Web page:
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American Society of Clinical Oncology 2021 Podcast: HR+, HER2− Breast Cancer

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ASCO 2021 conference podcast: HR+, HER2− Breast Cancer (MP4 121346 KB)

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Podcast Transcript

Victoria Glasson (VG): Managing Editor of Oncology and Therapy

Kwok-Leung Cheung (KLC): Professor of Breast Surgery and Medical Education, University of Nottingham

VG: Hello and welcome to the Adis Podcast Series. Today, we're looking at the ASCO 2021 conference and the data released. We are talking to Professor Kwok-Leung Cheung of the University of Nottingham. Professor Cheung will be taking us through his highlights from the ASCO 2021 conference, specifically focusing on the data released on hormone receptor-positive, human epidermal receptor 2-negative breast cancer.

Thank you so much for joining us today, Professor Cheung. You are professor of breast surgery with expertise in primary breast cancer in older women at the University of Nottingham. Can you give us a quick overview of your role and your research interests?

KLC: Well, thank you very much, Victoria. My role at the university is on breast cancer research, and also, I do a little bit of work on medical education. Clinically, I'm practicing as a breast surgeon in the UK. For my research, I have several themes for the program. But the main one is on, as you said, breast cancer in older women, which covers tumour biology according to different ages. Also, we look at the use of geriatric assessment tools to help optimizing the decision-making process for breast cancer. I also have involvement in clinical trials in endocrine and targeted therapies.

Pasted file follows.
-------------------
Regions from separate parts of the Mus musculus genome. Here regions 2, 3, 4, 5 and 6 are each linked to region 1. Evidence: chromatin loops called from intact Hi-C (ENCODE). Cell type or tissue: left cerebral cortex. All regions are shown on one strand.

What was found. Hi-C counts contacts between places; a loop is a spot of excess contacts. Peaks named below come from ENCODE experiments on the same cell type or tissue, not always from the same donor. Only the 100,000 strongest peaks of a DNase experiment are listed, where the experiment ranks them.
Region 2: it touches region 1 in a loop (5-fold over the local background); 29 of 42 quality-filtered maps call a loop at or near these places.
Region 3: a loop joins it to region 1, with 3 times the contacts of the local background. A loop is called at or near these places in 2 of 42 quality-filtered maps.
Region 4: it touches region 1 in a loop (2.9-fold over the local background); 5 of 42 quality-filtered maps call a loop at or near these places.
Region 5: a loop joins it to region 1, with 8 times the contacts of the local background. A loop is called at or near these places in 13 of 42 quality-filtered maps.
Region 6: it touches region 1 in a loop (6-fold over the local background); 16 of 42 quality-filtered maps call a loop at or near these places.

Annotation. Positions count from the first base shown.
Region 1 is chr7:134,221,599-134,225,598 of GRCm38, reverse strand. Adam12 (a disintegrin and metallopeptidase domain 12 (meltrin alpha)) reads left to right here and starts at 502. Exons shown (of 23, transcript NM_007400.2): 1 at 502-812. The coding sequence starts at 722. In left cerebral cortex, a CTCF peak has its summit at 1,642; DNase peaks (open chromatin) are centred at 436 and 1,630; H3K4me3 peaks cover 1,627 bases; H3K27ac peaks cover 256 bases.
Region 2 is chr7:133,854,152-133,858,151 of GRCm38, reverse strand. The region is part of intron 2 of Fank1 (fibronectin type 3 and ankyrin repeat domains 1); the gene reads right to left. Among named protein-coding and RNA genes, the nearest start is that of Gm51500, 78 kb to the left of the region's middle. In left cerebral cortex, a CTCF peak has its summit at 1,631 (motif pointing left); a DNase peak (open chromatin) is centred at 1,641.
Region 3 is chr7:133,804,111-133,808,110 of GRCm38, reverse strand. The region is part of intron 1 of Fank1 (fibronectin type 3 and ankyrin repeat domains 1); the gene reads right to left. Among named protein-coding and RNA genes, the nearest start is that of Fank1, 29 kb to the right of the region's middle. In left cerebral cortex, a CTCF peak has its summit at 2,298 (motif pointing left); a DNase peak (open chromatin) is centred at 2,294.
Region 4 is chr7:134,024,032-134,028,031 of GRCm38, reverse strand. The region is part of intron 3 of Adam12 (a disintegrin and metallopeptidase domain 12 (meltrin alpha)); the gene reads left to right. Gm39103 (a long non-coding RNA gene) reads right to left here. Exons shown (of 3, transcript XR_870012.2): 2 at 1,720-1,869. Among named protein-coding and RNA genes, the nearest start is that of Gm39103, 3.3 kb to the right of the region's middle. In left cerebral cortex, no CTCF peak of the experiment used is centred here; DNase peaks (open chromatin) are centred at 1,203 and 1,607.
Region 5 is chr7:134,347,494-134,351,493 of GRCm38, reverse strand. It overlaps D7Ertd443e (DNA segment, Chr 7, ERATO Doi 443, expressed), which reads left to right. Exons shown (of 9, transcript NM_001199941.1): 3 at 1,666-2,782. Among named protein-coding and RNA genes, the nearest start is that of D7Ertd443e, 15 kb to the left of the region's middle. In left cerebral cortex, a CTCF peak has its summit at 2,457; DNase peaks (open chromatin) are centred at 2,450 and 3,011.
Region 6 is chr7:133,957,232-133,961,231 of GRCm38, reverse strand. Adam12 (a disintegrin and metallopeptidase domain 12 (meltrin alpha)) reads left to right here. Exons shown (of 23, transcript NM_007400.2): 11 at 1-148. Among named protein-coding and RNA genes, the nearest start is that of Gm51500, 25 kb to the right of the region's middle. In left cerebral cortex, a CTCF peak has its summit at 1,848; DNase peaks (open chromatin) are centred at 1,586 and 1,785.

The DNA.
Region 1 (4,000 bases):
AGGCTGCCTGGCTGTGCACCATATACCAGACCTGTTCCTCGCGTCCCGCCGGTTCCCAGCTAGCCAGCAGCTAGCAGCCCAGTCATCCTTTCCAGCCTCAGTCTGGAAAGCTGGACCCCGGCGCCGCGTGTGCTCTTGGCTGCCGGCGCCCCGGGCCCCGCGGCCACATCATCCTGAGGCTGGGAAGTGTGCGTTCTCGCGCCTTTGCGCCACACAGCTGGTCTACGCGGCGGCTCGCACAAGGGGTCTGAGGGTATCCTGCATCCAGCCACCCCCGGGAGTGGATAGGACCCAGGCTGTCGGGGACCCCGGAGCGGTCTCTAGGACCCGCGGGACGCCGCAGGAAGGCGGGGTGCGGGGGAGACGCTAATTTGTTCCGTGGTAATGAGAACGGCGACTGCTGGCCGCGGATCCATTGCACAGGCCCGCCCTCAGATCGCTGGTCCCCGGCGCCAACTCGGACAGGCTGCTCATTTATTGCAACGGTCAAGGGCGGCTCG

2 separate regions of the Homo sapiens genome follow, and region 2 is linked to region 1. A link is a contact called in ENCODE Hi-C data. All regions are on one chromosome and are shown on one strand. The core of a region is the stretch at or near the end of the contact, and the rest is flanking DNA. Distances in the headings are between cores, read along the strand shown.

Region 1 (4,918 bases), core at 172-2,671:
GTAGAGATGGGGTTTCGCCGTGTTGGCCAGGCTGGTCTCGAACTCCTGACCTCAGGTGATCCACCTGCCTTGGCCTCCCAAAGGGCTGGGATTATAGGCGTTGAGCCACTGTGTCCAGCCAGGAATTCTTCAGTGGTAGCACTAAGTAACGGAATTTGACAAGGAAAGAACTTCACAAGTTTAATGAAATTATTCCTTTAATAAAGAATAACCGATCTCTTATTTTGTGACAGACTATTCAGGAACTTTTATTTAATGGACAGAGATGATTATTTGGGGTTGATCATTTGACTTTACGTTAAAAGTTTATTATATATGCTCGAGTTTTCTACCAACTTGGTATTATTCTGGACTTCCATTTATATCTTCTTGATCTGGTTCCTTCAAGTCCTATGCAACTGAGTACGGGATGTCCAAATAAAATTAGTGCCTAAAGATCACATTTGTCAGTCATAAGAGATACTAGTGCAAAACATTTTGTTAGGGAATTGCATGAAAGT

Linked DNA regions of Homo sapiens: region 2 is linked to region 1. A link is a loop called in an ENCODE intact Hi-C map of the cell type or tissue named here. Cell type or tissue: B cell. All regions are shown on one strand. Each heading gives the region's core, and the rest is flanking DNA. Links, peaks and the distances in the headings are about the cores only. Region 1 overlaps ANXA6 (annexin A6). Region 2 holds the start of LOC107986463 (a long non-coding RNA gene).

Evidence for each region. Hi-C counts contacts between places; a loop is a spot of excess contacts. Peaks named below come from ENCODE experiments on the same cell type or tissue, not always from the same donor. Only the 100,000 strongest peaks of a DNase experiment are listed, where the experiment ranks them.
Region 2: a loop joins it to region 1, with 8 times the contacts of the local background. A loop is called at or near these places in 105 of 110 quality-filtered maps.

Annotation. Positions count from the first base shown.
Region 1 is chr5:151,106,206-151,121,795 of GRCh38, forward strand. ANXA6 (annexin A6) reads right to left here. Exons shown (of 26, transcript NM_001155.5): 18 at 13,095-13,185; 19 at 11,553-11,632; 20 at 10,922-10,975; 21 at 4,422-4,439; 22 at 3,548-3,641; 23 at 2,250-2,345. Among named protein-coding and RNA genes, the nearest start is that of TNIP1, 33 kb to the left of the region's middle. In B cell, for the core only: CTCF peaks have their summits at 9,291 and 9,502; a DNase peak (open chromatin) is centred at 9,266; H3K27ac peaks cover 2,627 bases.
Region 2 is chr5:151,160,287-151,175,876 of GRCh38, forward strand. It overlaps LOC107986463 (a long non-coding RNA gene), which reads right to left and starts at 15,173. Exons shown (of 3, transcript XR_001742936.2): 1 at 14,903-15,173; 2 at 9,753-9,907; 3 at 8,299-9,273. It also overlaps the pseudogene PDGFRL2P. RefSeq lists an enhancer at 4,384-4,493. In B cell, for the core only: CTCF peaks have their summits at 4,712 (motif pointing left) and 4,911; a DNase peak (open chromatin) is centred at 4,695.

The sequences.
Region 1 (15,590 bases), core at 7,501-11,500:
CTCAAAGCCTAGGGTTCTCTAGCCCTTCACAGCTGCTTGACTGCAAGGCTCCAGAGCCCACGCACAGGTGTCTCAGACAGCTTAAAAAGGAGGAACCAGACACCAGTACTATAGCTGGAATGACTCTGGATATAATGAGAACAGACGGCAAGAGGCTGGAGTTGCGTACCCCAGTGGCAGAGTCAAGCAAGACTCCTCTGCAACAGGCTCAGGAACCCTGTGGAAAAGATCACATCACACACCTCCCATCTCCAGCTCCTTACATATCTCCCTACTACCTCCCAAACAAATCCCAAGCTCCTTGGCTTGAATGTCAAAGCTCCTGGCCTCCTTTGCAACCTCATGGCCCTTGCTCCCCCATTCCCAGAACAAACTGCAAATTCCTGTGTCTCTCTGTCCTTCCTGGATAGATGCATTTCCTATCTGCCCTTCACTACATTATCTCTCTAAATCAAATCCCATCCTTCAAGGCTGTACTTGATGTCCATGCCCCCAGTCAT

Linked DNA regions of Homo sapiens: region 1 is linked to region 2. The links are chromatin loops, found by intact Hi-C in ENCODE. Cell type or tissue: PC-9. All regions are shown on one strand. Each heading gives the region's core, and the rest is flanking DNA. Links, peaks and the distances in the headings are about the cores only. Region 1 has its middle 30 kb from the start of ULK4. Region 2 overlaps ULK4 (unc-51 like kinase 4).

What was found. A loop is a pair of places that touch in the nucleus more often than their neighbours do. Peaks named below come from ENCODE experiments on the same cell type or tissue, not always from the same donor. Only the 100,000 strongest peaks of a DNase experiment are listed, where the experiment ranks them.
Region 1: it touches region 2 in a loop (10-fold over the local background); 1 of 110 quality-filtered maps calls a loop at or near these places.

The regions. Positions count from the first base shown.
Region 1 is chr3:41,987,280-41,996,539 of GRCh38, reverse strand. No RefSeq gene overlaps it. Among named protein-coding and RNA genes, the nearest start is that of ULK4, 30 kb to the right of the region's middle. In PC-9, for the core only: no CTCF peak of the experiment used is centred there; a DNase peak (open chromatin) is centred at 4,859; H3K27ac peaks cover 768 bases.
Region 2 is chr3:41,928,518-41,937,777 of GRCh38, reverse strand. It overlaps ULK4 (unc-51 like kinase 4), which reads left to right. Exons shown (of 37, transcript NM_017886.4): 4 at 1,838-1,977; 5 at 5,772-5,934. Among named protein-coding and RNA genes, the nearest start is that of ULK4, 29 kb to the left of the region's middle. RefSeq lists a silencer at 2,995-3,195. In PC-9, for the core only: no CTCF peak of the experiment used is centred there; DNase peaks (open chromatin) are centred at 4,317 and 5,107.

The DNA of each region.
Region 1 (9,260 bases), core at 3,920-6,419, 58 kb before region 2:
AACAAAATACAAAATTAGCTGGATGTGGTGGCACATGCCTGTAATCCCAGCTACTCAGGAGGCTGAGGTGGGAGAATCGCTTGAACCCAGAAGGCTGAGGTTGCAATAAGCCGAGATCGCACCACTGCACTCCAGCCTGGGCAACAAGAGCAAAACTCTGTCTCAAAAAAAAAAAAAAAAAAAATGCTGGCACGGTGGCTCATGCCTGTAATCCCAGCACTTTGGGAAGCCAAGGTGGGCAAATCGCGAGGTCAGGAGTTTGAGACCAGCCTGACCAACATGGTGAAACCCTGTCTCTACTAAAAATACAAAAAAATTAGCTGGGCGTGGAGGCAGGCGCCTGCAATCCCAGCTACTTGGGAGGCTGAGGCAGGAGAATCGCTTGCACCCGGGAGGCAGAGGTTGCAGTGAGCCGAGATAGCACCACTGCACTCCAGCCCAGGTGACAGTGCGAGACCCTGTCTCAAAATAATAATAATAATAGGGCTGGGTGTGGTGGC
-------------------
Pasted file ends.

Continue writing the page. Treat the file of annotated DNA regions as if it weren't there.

VG: Brilliant. Today, you're going to be talking to us through your main highlights from the ASCO 2021 breast cancer data, looking at HR-positive, HER2-negative data from the conference. To get us started, what were your take-home messages from the early breast cancer data that was released at the conference?

KLC: For the abstracts presented in ASCO on early breast cancer, the ER-positive and HER2-negative ones, I think there are a couple of key points. One is on the use of genomics to aid de-escalation of treatment. The other one is on the use of CDK4/6 inhibitors. Maybe we can start with the use of genomics to aid de-escalation of treatment. There were a couple of abstracts which were looking at the use of different genomic tools to see whether they could aid decision-making on extending adjuvant endocrine therapy beyond 5 years.

One was using the Breast Cancer Index, and the other one was using the 70-gene MammaPrint [1, 2]. These tools were explored in the context of the NSABP B-42 trial. Unfortunately, the conclusions for both were a negative one, not showing any definitive roles by using these tools. I think genomics may help in this setting, but I don't think we are there yet at this point. Also, we may have to identify the precise assays to be used in different settings, meaning that, then, in different settings maybe there are different assays that we need to use.

VG: There is an importance to being able to stratify beyond high or low risk, and to be able to see the genomic difference in tumour signatures, and really to start to understand them. Really, we're starting to look at taking a step closer to personalized treatment plans for patients and personalized therapy, which will be beneficial for patients if we're able to implement them. Would you agree? And the importance of having personalized medicine—how will that benefit patients in the future?